Can I Still Get Family Legal Aid?

Guest Post

legal aid family lawFollowing the introduction of the Legal Aid Sentencing and Punishment of Offenders Act 2012 there has been a lot of publicity and comment some of which could be misunderstood to indicate that legal aid will no longer be available in family cases from 1 April 2013.

Whilst there have been significant changes to legal aid it still covers certain proceedings.

These are:-

  • Public family law cases regarding the protection of children including care proceedings, pre-proceedings advice.
  • Private family law proceedings such as contact and residence disputes where there is evidence of domestic violence.
  • Private law children cases where there is evidence of child abuse
  • Foreign Child Abduction matters
  • Representation of child parties in private family law cases
  • Legal advice in support of mediation
  • Domestic Violence Injunction
  • Cases for Non Molestation and Occupation Orders
  • Forced Marriage Protection Order cases

It is very important to be aware that divorce, dissolution of civil partnerships, financial and children matters are eligible for legal aid only if the client can produce evidence of domestic violence or child abuse.

If that evidence does not exist or cannot be provided, legal aid will not be available.

The evidence of domestic abuse is complicated and needs to be provided before the legal help can be made available.

Legal aid is only available to the victim of domestic abuse, not the perpetrator and so it will often be the case that only one party can be represented by a Solicitor.

The firm cannot grant legal help, nor apply for a Legal Aid Certificate for private family law services without one of the following:-

  1. the Opponent having a relevant unspent conviction for a domestic violence offence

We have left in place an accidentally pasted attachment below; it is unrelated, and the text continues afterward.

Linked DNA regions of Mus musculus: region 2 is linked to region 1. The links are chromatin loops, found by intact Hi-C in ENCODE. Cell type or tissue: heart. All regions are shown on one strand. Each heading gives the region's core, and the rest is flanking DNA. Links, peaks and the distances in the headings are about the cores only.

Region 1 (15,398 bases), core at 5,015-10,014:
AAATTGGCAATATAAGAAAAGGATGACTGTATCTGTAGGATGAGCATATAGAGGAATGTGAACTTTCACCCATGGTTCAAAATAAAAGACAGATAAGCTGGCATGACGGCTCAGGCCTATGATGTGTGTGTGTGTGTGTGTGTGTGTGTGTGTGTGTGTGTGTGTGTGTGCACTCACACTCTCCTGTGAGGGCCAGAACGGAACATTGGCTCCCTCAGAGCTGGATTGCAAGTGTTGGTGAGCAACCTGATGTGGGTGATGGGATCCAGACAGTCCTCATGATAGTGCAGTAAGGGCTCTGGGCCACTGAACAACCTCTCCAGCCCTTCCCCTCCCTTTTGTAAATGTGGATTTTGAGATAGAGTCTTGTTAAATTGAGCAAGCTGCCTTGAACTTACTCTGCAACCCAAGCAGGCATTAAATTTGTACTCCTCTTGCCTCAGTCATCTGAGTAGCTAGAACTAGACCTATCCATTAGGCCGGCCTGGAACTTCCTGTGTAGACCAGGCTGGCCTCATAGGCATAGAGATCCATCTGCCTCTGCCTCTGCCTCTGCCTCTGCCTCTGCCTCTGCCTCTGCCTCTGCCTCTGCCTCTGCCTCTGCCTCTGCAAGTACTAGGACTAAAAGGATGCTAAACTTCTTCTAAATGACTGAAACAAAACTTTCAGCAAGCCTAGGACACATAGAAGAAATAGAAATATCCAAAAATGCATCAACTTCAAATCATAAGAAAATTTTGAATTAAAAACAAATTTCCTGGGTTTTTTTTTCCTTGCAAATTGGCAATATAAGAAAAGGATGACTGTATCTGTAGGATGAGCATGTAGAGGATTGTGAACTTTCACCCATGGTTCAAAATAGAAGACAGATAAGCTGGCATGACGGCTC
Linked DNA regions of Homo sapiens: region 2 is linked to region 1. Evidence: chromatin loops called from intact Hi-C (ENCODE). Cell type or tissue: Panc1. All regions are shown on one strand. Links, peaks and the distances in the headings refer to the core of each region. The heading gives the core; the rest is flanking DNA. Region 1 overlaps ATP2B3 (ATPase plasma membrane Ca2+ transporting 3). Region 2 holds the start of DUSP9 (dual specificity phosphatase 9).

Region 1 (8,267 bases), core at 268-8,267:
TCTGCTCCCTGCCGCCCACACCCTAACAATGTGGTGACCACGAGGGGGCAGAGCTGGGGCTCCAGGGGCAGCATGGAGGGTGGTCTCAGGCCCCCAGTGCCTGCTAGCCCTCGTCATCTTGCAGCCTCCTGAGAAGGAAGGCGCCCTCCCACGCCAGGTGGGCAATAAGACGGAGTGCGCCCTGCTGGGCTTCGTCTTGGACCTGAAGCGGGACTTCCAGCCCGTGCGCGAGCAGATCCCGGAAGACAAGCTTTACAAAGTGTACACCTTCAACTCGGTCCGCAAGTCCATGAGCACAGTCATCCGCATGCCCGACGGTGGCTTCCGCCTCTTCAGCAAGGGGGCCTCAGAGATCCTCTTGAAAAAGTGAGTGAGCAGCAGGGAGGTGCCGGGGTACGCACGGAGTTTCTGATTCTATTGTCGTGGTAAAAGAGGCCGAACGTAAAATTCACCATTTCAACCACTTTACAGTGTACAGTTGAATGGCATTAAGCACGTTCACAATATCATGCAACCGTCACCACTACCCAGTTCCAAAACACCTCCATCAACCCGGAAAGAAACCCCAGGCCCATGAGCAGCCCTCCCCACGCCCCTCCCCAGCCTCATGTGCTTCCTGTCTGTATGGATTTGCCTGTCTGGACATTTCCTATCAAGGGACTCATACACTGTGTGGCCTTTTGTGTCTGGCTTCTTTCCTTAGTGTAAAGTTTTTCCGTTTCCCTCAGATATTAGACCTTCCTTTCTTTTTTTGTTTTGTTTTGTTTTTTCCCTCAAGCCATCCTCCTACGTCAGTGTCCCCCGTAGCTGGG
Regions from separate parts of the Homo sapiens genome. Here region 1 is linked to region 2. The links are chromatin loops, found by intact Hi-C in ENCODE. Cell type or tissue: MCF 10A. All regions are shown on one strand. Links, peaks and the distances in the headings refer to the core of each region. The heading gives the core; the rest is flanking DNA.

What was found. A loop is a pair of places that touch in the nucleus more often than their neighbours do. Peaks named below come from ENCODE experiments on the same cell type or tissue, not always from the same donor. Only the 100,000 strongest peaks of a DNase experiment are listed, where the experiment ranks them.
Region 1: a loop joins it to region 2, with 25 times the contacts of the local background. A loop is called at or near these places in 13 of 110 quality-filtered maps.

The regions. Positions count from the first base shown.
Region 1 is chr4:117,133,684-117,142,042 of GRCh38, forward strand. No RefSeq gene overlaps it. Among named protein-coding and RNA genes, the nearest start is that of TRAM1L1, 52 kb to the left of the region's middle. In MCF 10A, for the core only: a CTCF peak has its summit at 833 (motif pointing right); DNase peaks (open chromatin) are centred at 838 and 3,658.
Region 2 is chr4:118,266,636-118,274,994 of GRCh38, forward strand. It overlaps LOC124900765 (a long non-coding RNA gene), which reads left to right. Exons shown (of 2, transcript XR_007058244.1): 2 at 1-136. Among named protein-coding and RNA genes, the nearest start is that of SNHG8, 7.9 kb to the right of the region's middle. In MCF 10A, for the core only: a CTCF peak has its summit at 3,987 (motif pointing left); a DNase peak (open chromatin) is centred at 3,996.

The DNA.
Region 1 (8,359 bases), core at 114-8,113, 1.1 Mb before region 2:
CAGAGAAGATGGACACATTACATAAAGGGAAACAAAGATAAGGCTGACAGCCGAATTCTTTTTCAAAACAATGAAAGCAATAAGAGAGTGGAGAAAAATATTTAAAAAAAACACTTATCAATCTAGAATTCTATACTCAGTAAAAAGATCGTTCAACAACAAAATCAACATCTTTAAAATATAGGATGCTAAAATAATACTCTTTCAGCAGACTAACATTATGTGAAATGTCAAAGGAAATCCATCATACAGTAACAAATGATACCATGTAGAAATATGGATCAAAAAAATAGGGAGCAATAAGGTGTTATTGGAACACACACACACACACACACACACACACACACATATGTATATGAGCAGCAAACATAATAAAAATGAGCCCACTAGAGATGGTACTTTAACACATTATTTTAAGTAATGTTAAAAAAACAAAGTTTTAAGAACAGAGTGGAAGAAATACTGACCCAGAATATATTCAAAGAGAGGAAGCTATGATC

2. the Opponent having a relevant police caution for a domestic violence offence given within a twenty four month period immediately preceding the date of the application for civil legal services.
  3. evidence of relevant criminal proceedings against the Opponent for a domestic violence offence which has not ended.
  4. a relevant protective injunction against the Opponent which is in force or which was granted within a twenty four month period immediately preceding the date of the application for civil legal services.
  5. an undertaking given in England and Wales under the Family Law Act subject to certain conditions.
  6. a letter from a person appointed to chair a MARAC confirming that the Applicant was referred to the conference as a high risk victim of domestic violence which again, needs to be within a twenty four month period.
  7. a copy of a finding of fact made in proceedings in the United Kingdom again, subject to the twenty four month rule.
  8. a letter or report from a health professional subject to certain conditions.
  9. a letter from a Social Services department in England or Wales or its equivalent in Scotland or Northern Ireland, again within a twenty four month period with conditions.
  10. a report from domestic violence support organisation, again subject to a twenty four month rule providing certain information.

Alternatively, evidence that children are at risk which needs to be provided in similar circumstances to the above.

As can be seen, there is very strict criteria but it does not mean that legal aid cannot be obtained.

In most circumstances the Applicant will need to obtain the evidence prior to making the appointment with the Solicitor. However, once that evidence has been obtained advice can be provided very quickly.

In addition the rules regarding financial eligibility for legal aid have been tightened up and financial information will need to be available in time for the first appointment.

The message is if you are the victim or potential victim of domestic violence/abuse or your children are at risk of abuse seek legal advice and do not delay.

Stephens Scown, Solicitors in Exeter, www.stephens-scown.co.uk, offer personal, business and specialist legal advice.

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